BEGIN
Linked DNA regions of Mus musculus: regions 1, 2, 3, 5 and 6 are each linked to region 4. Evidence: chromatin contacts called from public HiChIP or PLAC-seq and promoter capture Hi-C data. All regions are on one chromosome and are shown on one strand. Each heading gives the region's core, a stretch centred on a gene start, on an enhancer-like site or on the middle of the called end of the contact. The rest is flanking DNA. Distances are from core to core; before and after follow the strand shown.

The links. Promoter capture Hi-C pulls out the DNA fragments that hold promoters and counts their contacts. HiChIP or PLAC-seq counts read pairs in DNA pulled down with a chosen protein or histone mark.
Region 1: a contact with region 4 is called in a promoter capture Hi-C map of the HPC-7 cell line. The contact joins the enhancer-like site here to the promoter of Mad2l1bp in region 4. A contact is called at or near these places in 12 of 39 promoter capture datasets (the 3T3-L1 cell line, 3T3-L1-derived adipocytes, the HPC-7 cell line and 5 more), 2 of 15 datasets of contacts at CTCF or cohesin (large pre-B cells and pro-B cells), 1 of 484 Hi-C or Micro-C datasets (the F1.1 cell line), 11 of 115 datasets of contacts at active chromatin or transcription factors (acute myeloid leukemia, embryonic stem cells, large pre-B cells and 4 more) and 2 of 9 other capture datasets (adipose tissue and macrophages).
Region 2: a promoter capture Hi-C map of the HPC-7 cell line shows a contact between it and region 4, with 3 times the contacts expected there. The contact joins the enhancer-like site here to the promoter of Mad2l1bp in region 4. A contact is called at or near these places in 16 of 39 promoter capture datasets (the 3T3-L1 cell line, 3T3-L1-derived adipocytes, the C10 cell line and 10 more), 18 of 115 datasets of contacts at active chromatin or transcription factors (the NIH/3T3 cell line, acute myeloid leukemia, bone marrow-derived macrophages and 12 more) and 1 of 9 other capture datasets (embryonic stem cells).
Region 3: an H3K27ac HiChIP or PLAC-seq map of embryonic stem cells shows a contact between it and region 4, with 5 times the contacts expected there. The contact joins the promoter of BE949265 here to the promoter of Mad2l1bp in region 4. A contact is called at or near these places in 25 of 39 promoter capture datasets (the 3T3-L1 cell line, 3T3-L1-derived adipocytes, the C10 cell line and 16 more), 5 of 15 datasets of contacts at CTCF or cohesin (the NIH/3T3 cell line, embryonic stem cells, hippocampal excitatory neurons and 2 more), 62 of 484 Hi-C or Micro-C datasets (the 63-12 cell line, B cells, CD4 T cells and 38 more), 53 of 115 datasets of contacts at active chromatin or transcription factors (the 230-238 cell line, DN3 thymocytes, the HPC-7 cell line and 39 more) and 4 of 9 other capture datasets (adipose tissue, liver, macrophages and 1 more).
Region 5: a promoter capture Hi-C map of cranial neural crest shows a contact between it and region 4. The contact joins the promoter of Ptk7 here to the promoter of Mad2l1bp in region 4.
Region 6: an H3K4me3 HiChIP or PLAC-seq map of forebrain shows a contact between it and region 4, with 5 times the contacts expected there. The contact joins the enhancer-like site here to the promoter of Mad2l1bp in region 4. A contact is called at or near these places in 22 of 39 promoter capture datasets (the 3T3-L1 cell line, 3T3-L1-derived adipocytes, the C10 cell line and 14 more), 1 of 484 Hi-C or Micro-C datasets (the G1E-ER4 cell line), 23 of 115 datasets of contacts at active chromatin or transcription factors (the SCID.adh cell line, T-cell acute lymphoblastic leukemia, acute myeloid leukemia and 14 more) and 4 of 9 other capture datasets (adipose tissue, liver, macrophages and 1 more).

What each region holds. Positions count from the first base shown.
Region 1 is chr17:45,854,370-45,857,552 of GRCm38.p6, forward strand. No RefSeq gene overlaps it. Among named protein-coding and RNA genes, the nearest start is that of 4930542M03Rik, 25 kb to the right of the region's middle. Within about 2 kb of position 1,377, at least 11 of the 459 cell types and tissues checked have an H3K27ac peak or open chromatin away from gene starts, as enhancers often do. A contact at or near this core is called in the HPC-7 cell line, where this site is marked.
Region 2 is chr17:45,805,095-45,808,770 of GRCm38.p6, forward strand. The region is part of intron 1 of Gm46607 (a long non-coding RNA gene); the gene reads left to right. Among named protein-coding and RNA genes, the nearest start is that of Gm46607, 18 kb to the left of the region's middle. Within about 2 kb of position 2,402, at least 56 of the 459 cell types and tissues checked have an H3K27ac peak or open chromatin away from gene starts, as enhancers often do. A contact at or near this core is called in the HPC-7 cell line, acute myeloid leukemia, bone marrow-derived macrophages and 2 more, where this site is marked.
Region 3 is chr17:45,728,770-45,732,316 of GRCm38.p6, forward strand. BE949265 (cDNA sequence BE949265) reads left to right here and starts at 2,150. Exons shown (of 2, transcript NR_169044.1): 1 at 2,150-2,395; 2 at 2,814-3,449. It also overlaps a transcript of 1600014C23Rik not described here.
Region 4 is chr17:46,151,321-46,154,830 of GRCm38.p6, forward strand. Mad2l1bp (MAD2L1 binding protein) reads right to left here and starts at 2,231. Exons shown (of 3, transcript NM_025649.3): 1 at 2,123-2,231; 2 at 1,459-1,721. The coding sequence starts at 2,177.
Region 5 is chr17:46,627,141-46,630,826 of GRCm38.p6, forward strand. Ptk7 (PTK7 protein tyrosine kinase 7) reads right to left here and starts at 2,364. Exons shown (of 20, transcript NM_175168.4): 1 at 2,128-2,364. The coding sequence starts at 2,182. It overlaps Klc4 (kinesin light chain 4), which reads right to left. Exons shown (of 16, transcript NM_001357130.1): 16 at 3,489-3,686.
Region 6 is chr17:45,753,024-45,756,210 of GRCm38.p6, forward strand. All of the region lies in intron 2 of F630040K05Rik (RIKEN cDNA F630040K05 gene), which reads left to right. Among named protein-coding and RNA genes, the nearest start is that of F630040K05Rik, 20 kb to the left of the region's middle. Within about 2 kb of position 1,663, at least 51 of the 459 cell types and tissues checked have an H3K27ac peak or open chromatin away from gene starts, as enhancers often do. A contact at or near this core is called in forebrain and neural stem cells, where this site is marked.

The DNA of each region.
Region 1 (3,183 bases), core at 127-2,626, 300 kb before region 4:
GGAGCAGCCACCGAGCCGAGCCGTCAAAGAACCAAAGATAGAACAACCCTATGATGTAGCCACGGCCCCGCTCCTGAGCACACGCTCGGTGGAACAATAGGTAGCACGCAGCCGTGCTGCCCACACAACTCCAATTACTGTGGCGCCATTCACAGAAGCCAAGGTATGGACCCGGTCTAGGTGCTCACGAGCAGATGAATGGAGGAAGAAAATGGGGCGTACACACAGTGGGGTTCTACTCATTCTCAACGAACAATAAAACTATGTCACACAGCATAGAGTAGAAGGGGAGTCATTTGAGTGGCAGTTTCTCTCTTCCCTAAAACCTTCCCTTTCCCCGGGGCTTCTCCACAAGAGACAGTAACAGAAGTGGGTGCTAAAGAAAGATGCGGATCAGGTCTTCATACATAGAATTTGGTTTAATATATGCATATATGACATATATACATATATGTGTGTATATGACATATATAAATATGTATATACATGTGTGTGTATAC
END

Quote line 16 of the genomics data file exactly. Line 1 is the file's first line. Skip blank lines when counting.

Region 1 (3,183 bases), core at 127-2,626, 300 kb before region 4: